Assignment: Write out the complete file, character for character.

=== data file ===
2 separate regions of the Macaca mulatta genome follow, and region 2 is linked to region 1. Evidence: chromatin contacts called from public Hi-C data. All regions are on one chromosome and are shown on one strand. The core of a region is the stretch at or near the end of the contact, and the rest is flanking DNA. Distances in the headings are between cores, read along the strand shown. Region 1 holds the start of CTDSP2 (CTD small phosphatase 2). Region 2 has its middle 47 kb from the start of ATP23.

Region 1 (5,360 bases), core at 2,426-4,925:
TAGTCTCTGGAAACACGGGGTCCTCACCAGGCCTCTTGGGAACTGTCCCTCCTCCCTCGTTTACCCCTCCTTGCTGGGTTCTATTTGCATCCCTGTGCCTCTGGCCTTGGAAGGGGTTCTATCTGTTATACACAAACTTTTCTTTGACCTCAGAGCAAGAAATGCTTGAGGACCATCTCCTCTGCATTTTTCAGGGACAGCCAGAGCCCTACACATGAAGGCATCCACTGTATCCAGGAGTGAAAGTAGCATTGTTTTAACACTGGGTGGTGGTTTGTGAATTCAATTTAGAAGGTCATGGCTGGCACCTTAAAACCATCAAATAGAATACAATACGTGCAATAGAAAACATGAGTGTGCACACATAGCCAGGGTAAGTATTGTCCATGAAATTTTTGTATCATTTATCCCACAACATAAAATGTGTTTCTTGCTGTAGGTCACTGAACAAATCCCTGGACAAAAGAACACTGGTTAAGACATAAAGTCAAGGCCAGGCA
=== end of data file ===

2 separate regions of the Macaca mulatta genome follow, and region 2 is linked to region 1. Evidence: chromatin contacts called from public Hi-C data. All regions are on one chromosome and are shown on one strand. The core of a region is the stretch at or near the end of the contact, and the rest is flanking DNA. Distances in the headings are between cores, read along the strand shown. Region 1 holds the start of CTDSP2 (CTD small phosphatase 2). Region 2 has its middle 47 kb from the start of ATP23.

Region 1 (5,360 bases), core at 2,426-4,925:
TAGTCTCTGGAAACACGGGGTCCTCACCAGGCCTCTTGGGAACTGTCCCTCCTCCCTCGTTTACCCCTCCTTGCTGGGTTCTATTTGCATCCCTGTGCCTCTGGCCTTGGAAGGGGTTCTATCTGTTATACACAAACTTTTCTTTGACCTCAGAGCAAGAAATGCTTGAGGACCATCTCCTCTGCATTTTTCAGGGACAGCCAGAGCCCTACACATGAAGGCATCCACTGTATCCAGGAGTGAAAGTAGCATTGTTTTAACACTGGGTGGTGGTTTGTGAATTCAATTTAGAAGGTCATGGCTGGCACCTTAAAACCATCAAATAGAATACAATACGTGCAATAGAAAACATGAGTGTGCACACATAGCCAGGGTAAGTATTGTCCATGAAATTTTTGTATCATTTATCCCACAACATAAAATGTGTTTCTTGCTGTAGGTCACTGAACAAATCCCTGGACAAAAGAACACTGGTTAAGACATAAAGTCAAGGCCAGGCA